Can Coronavirus Hit the World Economy?

It has been two decades already since SARS (severe acute respiratory syndrome) emerged in China, killing hundreds of people and creating panic that was about to hit the world economy. The new virus that appeared at the end of December 2019 can be much more damaging. The official name for the new virus is COVID-19. More than thousands of people have been already infected and more than 3,000 people have already died, according to recent studies.


What is Coronavirus?

Coronavirus is still a new virus and new things about this virus are being learned about it on an everyday basis. Specialists claim that coronavirus might not have initial symptoms in the beginning. A complete list of symptoms is yet to be investigated. However, experts still determine possible symptoms of COVID-19 and they are as follows:

    1. Cough that continues for several days and gets worse over time (in some cases, cough can lead to back pain)
    2. Short of breath
    3. Fever that increases gradually

The Impact of Coronavirus on a Global Economy

When we already know a little bit about this virus, it is time to determine the effect it can have on the world economy. In the last couple of years, China has become an indispensable part of the world’s business. It has also become a world’s factory, producing numerous products and driving the demand for commodities like copper and oil. China has hundreds of millions of wealthy consumers who tend to spend a lot of money on luxury goods, tourism and vehicles. China accounts for around 16 percent of the world’s GDP (Gross Domestic Product).

Coronavirus has enough potential to cause serious market and economic dislocation. However, the extent of impact will be determined by the way the virus spreads and evelves, which is almost impossible to predict as well as the way governments are going to respond. Globalizations stimulated a number of companies to build their supply chains across the globe, which makes economies more interconnected. Rising nationalism can make it extremely difficult to coordinate a worldwide response.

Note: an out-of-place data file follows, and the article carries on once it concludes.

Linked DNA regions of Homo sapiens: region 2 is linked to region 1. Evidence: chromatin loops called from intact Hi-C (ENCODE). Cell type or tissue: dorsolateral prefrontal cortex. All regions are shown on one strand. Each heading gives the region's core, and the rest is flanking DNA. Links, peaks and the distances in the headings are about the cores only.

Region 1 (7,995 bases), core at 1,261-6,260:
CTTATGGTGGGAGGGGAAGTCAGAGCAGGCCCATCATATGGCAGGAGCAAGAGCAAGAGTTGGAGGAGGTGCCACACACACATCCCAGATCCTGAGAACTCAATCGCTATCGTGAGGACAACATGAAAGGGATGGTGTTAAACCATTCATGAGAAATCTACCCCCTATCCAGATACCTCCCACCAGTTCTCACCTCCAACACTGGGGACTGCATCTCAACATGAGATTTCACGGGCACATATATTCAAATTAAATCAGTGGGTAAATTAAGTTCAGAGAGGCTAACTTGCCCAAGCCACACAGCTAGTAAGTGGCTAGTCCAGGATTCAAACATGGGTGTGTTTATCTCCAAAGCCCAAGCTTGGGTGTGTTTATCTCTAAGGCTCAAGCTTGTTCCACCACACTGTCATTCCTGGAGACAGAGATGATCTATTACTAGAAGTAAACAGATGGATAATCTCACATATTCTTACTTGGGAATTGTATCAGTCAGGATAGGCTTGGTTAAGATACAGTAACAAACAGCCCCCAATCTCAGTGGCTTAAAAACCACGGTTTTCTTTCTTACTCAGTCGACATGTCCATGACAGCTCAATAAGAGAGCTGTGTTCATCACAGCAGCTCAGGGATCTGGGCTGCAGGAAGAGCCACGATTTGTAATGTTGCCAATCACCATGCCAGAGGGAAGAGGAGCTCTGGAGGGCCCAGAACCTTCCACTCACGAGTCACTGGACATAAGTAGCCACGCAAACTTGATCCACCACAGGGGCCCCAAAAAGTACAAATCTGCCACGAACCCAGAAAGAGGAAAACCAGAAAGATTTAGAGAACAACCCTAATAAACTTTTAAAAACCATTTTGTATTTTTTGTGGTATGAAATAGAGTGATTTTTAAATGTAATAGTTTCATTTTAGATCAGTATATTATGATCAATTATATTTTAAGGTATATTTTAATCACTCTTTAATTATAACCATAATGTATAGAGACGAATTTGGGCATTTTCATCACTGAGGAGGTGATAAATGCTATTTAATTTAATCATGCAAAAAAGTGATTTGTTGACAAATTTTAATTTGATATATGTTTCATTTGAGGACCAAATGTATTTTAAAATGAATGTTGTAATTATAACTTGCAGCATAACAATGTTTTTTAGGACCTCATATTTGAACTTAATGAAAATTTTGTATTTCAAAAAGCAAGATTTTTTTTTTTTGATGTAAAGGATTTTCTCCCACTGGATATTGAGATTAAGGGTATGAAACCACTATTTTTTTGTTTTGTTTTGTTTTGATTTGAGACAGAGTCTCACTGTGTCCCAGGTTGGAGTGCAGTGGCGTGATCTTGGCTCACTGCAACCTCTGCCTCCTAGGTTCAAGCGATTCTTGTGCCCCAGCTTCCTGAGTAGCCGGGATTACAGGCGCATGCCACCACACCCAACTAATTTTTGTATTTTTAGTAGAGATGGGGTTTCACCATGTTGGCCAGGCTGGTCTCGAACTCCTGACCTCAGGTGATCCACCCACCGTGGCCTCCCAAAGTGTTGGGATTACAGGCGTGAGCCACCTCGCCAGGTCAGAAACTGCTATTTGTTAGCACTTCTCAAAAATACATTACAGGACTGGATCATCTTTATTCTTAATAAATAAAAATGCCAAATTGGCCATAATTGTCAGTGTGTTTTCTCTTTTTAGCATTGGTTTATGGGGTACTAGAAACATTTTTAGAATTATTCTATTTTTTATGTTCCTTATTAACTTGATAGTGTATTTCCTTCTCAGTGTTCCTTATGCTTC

COVID-19 is snarling supply chains and disrupting a lot of companies. Chinese government has ordered car manufacturers to keep their plants closed following the Lunar New Year holiday. It prevented the largest car manufacturers such as VOlkswagen, Toyota, Daimler, General Motors from resuming operations in their plants, thus interfering in the production process. According to a recent research, coronavirus will lead to a decrease of car production by approximately 15 percent in the first quarter.

It should also be mentioned that luxury goods manufacturers that rely on Chinese wealthy consumers who tend to spend a lot both in China and while being on vacation have also been hit. A number of global airlines have dramatically decreased the number of flights to and from China. Experts say that there is a huge threat to global supply chains. QCOM, which is the largest manufacturer of smartphone chips, has emphasized on the fact that COVID-19 is creating uncertainty around the demand for smartphones and the supplies needed for their production. In addition to that, the shortage of auto parts has forced Hyundai to close factories in South Korea and has made Fiat Chrysler to create contingency plans for the purpose of avoiding the same situation at one of their plants in Europe.

Specialists say that the current level of disruption can still be managed. They also add that if the number of people infected by coronavirus starts slowing down and Chinese factories reopen soon, there will only be a slight hit on the Chinese economy in the first quarter and there will only be dent in global growth. Although, if the virus continues to spread, the world’s economic damage will increase rapidly. If the virus continues to spread further, Chinese government will have to disrupt trade, supply chains and travel. If this is going to be the case, the world’s economy will take a huge hit.